Food

Immigrant Food Goes Upscale With a New Globetrotting Restaurant in Downtown DC

Chef Enrique Limardo serves international dim sum and cocktails at Immigrant Food+ at Planet Word Museum

Photo by Elizabeth Sanjuan Photography.

Eating in a museum cafe can mean dining on dismal cafeteria food, but recent years have yielded culinary offerings at DC’s cultural institutions worthy of their own visit. Look no further than Sweet Home Café, the eatery at the African American Museum that garnered a James Beard nomination; Manna, chef Todd Gray’s spot at the Museum of the Bible, or the National Museum of the American Indian’s Mitsitam Cafe. Now the team behind Immigrant Food is opening an upscale iteration of their “cause causal” restaurant at language museum Planet Word, with a menu designed by Seven Reasons and Imperfecto chef Enrique Limardo. Immigrant Food + opens on Thursday, October 7.

The Russian salad is bejeweled with beets and potato. Photo courtesy of Immigrant Food.
The Russian salad is bejeweled with beets and potato. Photo courtesy of Immigrant Food.

During museum hours, the restaurant will act as Planet Word’s cafe, serving grab-and-go bowls similar to the burgeoning fast-casual chain’s offerings. But in the evening, the space will transform into a high-end spot accessible through a street entrance. Fashioned by DC firm DesignCase, the 81-seat restaurant separates into disparately decorated pockets. Guests can sit in a breezy, plant-filled area one night or, on another occasion, dine in an intimate, tapestry-draped room that houses the original Franklin School furnace.

The dining space is draped with tapestries. Photo by Elizabeth Sanjuan Photography.
A dining space is draped with tapestries. Photo by Elizabeth Sanjuan Photography.

Like an edible Pangea, the menu features shareable plates that meld ingredients and preparations from across the world. The “immigrant dim sum experience” best represents the restaurant’s globetrotting aspirations: A three-level bamboo steamer unstacks into five small dishes for $20 per person, revealing pork buns, passion fruit-spiked kataifi, and wontons wrapped in plantains. Other offerings include a stacked Russian salad dressed in Peruvian aji amarillo foam and branzino paired with a Lebanese yogurt sauce.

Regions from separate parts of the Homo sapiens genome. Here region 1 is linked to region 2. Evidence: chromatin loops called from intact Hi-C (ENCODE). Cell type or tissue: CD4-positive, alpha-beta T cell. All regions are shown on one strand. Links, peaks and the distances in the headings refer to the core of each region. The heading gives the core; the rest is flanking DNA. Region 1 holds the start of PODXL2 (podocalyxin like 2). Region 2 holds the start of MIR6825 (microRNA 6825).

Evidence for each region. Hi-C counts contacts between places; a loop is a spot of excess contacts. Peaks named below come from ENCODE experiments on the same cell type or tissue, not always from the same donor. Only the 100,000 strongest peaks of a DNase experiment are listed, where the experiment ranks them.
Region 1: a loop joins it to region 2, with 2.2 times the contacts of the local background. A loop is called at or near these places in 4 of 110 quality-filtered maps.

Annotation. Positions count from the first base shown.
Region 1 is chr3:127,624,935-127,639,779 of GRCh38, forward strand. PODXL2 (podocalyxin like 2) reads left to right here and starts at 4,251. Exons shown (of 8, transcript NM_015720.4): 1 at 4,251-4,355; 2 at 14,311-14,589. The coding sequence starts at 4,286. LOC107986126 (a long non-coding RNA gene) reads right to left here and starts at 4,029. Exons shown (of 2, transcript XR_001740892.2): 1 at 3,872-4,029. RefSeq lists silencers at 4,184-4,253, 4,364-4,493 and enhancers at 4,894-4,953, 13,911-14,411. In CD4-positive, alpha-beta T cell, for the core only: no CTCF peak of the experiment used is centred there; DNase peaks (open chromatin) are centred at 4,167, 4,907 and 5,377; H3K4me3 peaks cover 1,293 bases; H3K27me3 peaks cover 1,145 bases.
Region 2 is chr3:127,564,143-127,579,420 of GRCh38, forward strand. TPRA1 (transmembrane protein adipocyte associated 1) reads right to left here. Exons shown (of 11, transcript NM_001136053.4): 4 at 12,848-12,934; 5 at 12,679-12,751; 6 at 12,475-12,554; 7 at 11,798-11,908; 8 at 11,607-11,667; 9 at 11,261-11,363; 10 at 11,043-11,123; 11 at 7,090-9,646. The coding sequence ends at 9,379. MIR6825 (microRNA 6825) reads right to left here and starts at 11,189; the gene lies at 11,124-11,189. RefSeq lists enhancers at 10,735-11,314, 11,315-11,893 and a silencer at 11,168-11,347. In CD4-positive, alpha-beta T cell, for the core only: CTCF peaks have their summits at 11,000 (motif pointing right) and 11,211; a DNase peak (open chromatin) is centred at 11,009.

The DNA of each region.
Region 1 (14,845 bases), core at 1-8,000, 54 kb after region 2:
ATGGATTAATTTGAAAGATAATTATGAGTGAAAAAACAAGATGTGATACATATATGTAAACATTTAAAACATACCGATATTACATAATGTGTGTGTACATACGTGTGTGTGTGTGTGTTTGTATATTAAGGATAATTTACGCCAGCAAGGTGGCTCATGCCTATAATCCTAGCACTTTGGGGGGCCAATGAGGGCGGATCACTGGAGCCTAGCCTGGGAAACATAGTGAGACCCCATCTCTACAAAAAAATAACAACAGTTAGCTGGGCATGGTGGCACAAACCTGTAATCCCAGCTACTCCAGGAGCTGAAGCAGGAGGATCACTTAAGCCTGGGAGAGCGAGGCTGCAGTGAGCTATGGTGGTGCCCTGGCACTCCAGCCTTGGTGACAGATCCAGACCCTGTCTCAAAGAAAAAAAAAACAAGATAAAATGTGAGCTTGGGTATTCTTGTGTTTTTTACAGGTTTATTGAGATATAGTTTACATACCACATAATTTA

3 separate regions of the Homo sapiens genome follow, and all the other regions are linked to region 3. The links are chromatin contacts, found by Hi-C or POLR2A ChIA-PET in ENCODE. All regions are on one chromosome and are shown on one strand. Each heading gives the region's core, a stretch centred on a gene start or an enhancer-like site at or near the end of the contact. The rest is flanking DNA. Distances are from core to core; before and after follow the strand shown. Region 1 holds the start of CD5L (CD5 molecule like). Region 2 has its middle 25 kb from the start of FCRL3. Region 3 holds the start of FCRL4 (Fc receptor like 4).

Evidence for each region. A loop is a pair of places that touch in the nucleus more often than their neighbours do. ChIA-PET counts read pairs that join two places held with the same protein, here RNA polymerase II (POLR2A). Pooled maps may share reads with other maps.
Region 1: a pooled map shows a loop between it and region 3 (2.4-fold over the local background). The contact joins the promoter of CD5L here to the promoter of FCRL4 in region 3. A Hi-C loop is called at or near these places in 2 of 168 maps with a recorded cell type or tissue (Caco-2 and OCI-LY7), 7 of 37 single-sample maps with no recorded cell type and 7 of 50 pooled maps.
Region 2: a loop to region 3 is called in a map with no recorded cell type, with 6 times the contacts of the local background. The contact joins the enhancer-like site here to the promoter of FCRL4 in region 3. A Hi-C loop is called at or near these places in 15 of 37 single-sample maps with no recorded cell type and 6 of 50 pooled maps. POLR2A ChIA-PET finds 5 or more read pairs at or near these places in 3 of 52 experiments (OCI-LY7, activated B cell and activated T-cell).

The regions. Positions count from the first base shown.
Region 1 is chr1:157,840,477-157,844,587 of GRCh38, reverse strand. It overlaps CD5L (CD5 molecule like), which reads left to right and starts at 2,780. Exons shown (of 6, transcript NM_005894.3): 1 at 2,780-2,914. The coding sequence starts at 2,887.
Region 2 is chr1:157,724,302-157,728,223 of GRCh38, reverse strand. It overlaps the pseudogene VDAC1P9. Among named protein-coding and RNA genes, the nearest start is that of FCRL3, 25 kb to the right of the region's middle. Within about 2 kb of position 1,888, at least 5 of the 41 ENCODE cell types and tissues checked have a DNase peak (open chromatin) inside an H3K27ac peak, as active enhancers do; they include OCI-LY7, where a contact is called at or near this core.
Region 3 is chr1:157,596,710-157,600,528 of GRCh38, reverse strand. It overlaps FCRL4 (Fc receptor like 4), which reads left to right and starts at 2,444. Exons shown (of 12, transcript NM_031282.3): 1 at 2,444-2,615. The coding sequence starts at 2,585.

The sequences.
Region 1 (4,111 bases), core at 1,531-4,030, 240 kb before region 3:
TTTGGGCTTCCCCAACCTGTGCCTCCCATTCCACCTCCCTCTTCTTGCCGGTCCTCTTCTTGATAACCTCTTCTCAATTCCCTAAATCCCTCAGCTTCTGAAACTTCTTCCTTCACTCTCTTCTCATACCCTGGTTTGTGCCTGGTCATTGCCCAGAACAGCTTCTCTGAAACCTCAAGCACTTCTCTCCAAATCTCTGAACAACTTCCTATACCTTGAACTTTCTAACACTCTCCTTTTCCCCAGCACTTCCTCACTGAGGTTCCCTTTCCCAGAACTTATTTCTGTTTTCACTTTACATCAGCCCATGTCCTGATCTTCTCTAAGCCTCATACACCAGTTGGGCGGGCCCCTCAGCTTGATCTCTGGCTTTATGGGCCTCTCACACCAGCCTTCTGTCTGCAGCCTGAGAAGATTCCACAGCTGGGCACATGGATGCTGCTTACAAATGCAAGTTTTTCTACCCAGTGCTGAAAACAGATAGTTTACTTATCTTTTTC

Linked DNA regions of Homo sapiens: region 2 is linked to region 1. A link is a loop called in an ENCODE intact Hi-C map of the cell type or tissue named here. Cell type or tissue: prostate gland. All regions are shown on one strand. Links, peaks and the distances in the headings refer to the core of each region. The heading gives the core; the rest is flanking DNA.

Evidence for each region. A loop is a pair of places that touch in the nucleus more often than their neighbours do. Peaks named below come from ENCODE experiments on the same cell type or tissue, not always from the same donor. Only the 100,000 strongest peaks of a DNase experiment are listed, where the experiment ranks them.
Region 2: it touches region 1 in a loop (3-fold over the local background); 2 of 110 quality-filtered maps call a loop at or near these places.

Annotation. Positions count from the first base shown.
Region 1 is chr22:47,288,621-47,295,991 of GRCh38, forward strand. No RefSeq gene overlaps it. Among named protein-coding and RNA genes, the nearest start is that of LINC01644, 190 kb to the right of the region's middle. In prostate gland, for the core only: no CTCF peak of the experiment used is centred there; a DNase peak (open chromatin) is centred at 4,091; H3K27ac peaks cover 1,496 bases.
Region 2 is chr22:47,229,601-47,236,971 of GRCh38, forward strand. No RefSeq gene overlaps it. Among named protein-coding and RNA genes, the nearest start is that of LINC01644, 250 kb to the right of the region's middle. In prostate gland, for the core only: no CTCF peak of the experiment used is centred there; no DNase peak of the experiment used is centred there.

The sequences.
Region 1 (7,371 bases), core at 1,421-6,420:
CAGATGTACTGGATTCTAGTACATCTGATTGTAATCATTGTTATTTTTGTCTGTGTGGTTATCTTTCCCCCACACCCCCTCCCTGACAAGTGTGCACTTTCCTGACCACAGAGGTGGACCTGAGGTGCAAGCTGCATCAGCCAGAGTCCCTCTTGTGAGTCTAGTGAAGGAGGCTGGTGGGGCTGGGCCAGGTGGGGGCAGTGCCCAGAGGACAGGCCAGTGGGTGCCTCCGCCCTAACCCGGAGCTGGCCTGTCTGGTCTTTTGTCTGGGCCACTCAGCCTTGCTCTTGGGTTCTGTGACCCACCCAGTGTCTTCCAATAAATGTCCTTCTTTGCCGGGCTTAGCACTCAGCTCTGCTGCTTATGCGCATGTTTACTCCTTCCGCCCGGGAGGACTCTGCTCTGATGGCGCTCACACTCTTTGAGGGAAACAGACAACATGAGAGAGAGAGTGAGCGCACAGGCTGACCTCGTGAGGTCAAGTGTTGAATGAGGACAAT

“It’s keeping in line with what we’re trying to do with Immigrant Food, which is really to celebrate the different gastronomies that immigrants have brought,” says Chief Operating Officer Téa Ivanovic. “The idea is to continue doing that, but at a more upscale level.”

Planet Word’s linguistic mission also serves as inspiration for alphabet soup and a blue dessert sphere stuffed with chocolate mousse—a nod to the museum’s cerulean globe installation.

Swordfish carpaccio. Photo courtesy of Immigrant Food.
Swordfish carpaccio. Photo courtesy of Immigrant Food.

Siddle up to a bar inscribed with the word “home” in 27 different languages for cocktail offerings formulated by Minibar alum Morgan Barron. In addition to a roster of classic cocktails, Barron created seven drinks to embody a literary work from each continent—another nod to the museum’s wordy pursuits. Africa is represented by a smoky rye cocktail mixed with blackberries and cinnamon honey in homage to William Ernest Henley’s powerful poem Invictus, while Toni Morrison’s Beloved is imagined as a peach and grapefruit julep. The lengthy wine list also embodies wanderlust, featuring Balkan varietals alongside Spanish and South African grapes.

Photo by Elizabeth Sanjuan Photography.
Photo by Elizabeth Sanjuan Photography.

While the original Immigrant Food location near the White House takes on a policy-focused mission, the museum spot is working with Planet Word to formulate educational programs focused on culture. Recently, the restaurant partnered with the museum for a live cooking demonstration highlighting global gastronomies.

“The museum [celebrates] language and how that’s impacted our culture and who we are,” says Ivanovic. “We feel that immigrants have brought so much—not just language, but other ways that we define our cultures.”

Immigrant Food +. 925 13th St NW. 202-888-0760. Open Tuesday to Saturday from 11 AM to 10 PM; Sunday from 11 AM to 5 PM. 

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Daniella Byck
Assistant Editor

Daniella Byck joined Washingtonian in August 2018. She is a graduate of the University of Wisconsin-Madison where she studied journalism and digital culture.